Save Our Tracks

Oct 2, 2012

While I strongly doubt the prophecies that suggest that that the end of the world is coming in December of 2012, I do think this year has shown signs of a coming motorsports apocalypse.

It looks like we have hit the rev limiter, and the face of amateur motorsports will be forever changed. There are many factors contributing to this pole shift, but the result is the same and the outcome could be detrimental to the lives of automotive enthusiasts everywhere.

As car people, we all have our own motivations that fuel our passion for these lumps of plastic and steel that have a tendency to absorb more of our time than they should. We name them, we talk to them, we wipe them clean with the best towels in the house.

They are part of our family in many cases. Some like to build them to be historically accurate and polish them until the paint is nearly gone. Some like to customize them in ways that make the original platform nearly unrecognizable.

Then there are some of us who build them to be driven, and driven hard. But, as responsible adults, we know better than to race on public streets (most of the time), and when we want to really go push our cars to the limit, we go to the track or an organized event to truly enjoy what we have built. Safely.

Harder to Find

For many of us, hitting our local track on the weekend doesn’t really seem that unusual or out of the ordinary. However, in certain areas of the country, a safe venue to race is becoming harder and harder to find.

Let’s take the drag strip at Fontana Speedway as an example. Auto Club Dragway, as it is officially called, has been plagued with numerous noise violations, which have led to a recent hiatus. Originally, the reports were that the track would have to close permanently. However, being that it was a noise issue and not a safety issue, there is a proposed remedy.

The plan is to suspend racing until a proper noise barrier can be erected that will appease local residents. The threat of a permanent track closure worried many racers, because this is one of the few remaining quarter-mile drag strips in southern California.

On the other side of the country, the car community in Atlanta has been dealing with a ban on amateur drifting, at organized events no less.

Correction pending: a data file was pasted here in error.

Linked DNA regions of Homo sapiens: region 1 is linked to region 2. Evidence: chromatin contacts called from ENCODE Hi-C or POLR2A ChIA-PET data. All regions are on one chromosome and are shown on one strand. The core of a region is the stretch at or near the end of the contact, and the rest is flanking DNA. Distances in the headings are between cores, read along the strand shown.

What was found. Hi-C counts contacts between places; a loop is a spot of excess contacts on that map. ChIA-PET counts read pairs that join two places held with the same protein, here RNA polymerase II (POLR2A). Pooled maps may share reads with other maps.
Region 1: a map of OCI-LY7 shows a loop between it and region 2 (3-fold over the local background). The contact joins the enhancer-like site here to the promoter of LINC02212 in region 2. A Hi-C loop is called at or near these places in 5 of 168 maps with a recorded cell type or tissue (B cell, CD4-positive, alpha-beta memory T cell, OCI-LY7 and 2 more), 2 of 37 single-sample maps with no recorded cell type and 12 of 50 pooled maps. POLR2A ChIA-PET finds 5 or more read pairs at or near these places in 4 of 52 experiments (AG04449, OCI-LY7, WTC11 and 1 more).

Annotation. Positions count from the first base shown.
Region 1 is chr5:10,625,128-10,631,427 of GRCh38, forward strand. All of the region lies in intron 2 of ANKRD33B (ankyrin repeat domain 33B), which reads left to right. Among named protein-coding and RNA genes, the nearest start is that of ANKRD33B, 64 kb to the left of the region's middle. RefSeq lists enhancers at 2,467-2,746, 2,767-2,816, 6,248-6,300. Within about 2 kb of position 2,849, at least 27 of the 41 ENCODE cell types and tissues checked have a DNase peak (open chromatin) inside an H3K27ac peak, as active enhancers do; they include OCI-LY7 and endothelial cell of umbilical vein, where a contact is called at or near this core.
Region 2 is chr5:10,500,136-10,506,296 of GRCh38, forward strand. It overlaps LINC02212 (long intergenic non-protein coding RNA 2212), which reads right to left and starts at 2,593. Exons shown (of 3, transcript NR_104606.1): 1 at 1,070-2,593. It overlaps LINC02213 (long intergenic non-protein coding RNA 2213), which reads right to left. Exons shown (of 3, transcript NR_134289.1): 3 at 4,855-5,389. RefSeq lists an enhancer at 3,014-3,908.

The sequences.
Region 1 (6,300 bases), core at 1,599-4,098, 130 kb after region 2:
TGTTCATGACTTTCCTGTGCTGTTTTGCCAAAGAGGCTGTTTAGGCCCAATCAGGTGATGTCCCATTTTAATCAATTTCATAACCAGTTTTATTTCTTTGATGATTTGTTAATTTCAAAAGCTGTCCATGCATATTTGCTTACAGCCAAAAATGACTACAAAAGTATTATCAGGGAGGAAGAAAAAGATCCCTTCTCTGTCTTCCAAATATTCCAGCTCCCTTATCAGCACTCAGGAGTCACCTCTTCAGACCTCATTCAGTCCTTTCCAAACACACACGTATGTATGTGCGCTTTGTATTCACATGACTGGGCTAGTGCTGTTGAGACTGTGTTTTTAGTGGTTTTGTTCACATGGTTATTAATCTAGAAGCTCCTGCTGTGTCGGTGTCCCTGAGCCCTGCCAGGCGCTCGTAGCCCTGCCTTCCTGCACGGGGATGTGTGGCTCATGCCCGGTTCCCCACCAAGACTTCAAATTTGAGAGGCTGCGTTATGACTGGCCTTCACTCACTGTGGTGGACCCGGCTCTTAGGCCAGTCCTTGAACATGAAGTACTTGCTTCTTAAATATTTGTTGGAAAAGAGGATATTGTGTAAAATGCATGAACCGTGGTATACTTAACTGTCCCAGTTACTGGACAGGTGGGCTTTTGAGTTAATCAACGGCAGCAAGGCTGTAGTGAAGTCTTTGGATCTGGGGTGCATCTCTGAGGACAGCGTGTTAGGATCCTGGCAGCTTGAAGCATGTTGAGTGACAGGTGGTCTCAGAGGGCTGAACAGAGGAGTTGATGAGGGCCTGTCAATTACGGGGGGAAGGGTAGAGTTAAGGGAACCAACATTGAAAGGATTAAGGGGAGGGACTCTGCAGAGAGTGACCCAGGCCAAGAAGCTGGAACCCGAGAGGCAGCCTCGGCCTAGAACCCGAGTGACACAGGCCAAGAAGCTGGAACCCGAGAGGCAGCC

This isn’t just a few guys having risky fun in a dark parking lot-we’re talking about planned track layouts, pre-approved parking lot rentals at Turner Field, and K-rail concrete barriers positioned to make a safe haven for organized drifting.

This is as close to an official event as you can get, except you don’t have to pay admission to watch. The real kicker though, is that this proposed ban on drifting is exactly that-a ban on drifting only, because autocross events and other dealership-sponsored test drive events weren’t included in this legal action.

This had the drifting enthusiasts in the ATL up in arms, and rightfully so. The race organizers often invest their own time and effort to coordinate these events with little or no return, other than making sure that there is a place that they can safely enjoy their motorsport of choice.

Time to Defend

Personally, I don’t get into all the forms of amateur and professional motorsports out there. However, I love that we live in a country where horsepower is appreciated and drivers are willing to be put to the test for all of us to watch. And especially at organized events where there are safety systems in place, as opposed to racing amongst the general public on open roads.

As the threat of the end of the world closes in, we need to see these warning signs and change our ways to save our own future. Just like many of the great end-of-the-world storylines, we have the ability and power to change our fate by rallying together and stepping up to defend against a common enemy: the loss of safe racing venues.

Don’t let our racing world end!